Three years after the June 2016 there are still people beholden to the Brussels gravy train for personal, financial, and (perhaps) ideological reasons. They’re still sabotaging Brexit. Their slurs, smears, and lies still have Britain trussed up in Lilliputian red tape and tied to the eurovillage.
For a good slice of the last three years the voice of Tony Blair has been prominent among those protesting that the federal European showboat is more important than a mere referendum, even if it was the biggest vote for any single outcome ever in British history. He’s recently gone very quiet. Possibly someone has told him his contribution to Project Fear is counterproductive, that much of Britain hates him so deeply that Tony has the power to make Brexiters out of Remainers.
How do we feel about Blair some years after he handsomely won three general elections for Labour? Some allege that these days his biography is being moved in bookshops, copy by copy, into sections marked ‘Fiction’ or ‘True Crime’!
Britain is also the country where Blair’s bizarre dalliance with Wendy Deng or Murdoch, Chinese wife of the newspaper mogul Rupert, at some point between 2011 and 2014, aroused nothing but yawns and embarrassed silence. Wendy clearly outwitted both men. A feeling across Britain, that Blair is a man driven by an inner sense of purpose yet doesn’t know what that purpose actually is, grew stronger. Why did he really marry Cherie? Why was the eerie Peter Mandelson such a close friend? What on earth was he doing spending time with Murdoch’s steely, cunning wife – are we to imagine she’s fascinating company? What actually motivates this hollow puppet of a man? The skull-like visage of this once youthful politician increasingly reminds some of us of the repulsively aged painting in the final scene of ‘Picture of Dorian Gray’.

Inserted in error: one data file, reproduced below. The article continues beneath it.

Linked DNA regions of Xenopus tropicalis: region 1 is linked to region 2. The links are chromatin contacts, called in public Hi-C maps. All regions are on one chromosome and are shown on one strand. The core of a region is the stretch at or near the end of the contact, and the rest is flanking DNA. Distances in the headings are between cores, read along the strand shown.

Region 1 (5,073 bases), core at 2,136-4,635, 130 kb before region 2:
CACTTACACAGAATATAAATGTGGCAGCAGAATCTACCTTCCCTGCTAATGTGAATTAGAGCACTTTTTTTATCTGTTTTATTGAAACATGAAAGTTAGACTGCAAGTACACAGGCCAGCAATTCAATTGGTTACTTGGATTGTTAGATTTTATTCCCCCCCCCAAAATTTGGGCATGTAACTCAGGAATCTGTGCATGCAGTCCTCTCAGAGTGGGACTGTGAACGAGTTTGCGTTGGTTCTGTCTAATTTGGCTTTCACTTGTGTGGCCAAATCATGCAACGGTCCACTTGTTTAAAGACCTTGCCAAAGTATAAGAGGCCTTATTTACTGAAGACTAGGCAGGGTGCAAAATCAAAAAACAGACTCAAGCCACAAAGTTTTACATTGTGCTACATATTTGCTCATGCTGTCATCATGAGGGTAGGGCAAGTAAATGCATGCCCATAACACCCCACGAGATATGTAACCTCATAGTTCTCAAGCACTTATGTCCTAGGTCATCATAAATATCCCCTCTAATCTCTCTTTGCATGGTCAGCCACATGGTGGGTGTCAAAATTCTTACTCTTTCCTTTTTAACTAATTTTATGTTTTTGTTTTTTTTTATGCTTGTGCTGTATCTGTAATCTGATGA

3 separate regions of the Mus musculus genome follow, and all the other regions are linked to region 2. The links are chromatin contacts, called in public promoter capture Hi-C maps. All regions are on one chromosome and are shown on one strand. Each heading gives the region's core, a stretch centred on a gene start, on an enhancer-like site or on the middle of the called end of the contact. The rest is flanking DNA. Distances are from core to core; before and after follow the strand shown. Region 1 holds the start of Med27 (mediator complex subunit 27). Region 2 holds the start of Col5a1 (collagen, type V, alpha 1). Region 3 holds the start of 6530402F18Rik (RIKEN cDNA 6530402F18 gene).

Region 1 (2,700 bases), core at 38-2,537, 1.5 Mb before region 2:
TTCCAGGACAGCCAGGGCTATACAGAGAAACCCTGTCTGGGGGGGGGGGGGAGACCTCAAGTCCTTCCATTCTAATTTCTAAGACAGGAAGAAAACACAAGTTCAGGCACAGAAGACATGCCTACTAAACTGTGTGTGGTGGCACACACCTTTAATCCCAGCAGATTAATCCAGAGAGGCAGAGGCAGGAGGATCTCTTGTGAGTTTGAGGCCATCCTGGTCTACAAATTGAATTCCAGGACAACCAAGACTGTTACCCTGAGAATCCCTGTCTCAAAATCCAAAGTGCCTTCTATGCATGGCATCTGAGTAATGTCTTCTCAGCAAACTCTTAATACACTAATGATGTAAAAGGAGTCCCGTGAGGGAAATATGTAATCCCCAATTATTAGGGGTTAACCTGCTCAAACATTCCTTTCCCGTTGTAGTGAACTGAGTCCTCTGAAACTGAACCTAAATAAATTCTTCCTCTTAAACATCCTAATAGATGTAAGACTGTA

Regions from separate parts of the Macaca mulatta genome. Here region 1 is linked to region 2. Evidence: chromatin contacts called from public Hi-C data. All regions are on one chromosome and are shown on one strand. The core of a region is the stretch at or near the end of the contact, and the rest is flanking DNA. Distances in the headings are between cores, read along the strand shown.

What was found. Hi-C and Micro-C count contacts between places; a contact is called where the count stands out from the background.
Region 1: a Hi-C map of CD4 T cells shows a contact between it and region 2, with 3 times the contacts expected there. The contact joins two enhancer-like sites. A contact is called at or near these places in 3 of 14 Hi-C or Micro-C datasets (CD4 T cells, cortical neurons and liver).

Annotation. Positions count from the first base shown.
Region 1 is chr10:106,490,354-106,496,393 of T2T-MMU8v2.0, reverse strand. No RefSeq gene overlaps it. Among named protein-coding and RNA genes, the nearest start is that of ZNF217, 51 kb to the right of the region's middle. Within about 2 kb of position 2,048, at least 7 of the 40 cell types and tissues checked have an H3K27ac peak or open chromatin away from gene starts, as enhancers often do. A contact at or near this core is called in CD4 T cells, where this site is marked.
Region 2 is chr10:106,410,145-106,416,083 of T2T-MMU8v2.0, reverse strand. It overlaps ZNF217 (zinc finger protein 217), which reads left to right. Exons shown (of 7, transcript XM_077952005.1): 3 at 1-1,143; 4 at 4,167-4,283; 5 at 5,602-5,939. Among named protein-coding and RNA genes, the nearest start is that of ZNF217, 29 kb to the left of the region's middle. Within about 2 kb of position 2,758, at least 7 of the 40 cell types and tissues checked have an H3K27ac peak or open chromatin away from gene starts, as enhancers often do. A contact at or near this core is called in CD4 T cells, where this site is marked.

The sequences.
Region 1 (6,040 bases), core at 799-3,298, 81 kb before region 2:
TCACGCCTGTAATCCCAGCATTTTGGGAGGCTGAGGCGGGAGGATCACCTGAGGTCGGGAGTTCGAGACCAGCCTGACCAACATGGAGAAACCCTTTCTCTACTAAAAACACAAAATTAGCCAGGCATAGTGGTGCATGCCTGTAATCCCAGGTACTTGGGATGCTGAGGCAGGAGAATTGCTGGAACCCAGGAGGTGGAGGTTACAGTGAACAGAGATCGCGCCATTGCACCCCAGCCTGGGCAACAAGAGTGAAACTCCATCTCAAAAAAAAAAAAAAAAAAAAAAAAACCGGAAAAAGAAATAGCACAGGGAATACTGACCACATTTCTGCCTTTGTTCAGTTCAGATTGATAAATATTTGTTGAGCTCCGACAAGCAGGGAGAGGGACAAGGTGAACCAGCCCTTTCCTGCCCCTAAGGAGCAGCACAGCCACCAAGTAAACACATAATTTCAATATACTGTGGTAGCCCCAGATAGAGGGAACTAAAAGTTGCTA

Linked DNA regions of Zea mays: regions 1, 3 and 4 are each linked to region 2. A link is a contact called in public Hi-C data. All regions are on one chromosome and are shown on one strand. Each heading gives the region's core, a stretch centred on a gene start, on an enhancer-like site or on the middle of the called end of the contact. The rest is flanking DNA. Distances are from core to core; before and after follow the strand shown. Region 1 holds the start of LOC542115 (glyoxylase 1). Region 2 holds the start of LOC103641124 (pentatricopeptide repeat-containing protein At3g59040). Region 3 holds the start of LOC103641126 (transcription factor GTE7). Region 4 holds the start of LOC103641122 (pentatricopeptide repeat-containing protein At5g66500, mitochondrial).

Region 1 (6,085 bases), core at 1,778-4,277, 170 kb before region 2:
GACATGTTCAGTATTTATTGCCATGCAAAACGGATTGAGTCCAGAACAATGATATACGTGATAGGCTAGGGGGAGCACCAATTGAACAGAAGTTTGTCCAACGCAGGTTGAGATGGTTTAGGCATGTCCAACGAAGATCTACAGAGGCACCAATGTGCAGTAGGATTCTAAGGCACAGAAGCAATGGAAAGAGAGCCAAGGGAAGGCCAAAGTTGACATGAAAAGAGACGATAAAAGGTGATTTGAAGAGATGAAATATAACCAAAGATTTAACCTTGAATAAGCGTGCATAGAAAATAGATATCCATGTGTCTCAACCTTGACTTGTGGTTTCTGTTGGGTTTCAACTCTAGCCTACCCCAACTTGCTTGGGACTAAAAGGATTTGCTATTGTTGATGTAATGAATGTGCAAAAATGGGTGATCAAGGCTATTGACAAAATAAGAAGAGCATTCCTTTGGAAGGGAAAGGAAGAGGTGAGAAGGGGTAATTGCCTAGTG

We’re all so caught up in the day-to-day rush of current events, the rolling squabble of Britain’s newspaper and television politics coverage, that Blair’s real legacy has faded from most people’s minds.
He is the man who promised to be tough in negotiations with the EU, but implemented the changes to British law they wanted, imposing, for example, the more cumbersome employment laws of the ‘social chapter’. He is the prime minister who strangely intervened to stop the lawful inquest of a dead weapons scientist on its first day, replacing it with an inquiry not based on any statute, an inquiry where testimony was taken without oath and without cross-examination. Blair is the man who removed 4/5ths of the hereditary peers from the House of Lords, making it an antechamber of retired MPs and other bought-and-paid-for trolls from across British politics.
Another interestingly high-profile character in the effort to overturn Britain’s biggest ever democratic decision (afterwards ratified by Parliament and then confirmed by pledges in the 2017 election) is John Major who taking over as prime minister after an internal Tory coup against the notorious eurosceptic Margaret Thatcher, signed the EU-creating Treaty of Lisbon without holding a referendum. Cynics might ask questions. Was his entry into Number 10 assisted from outside in any way?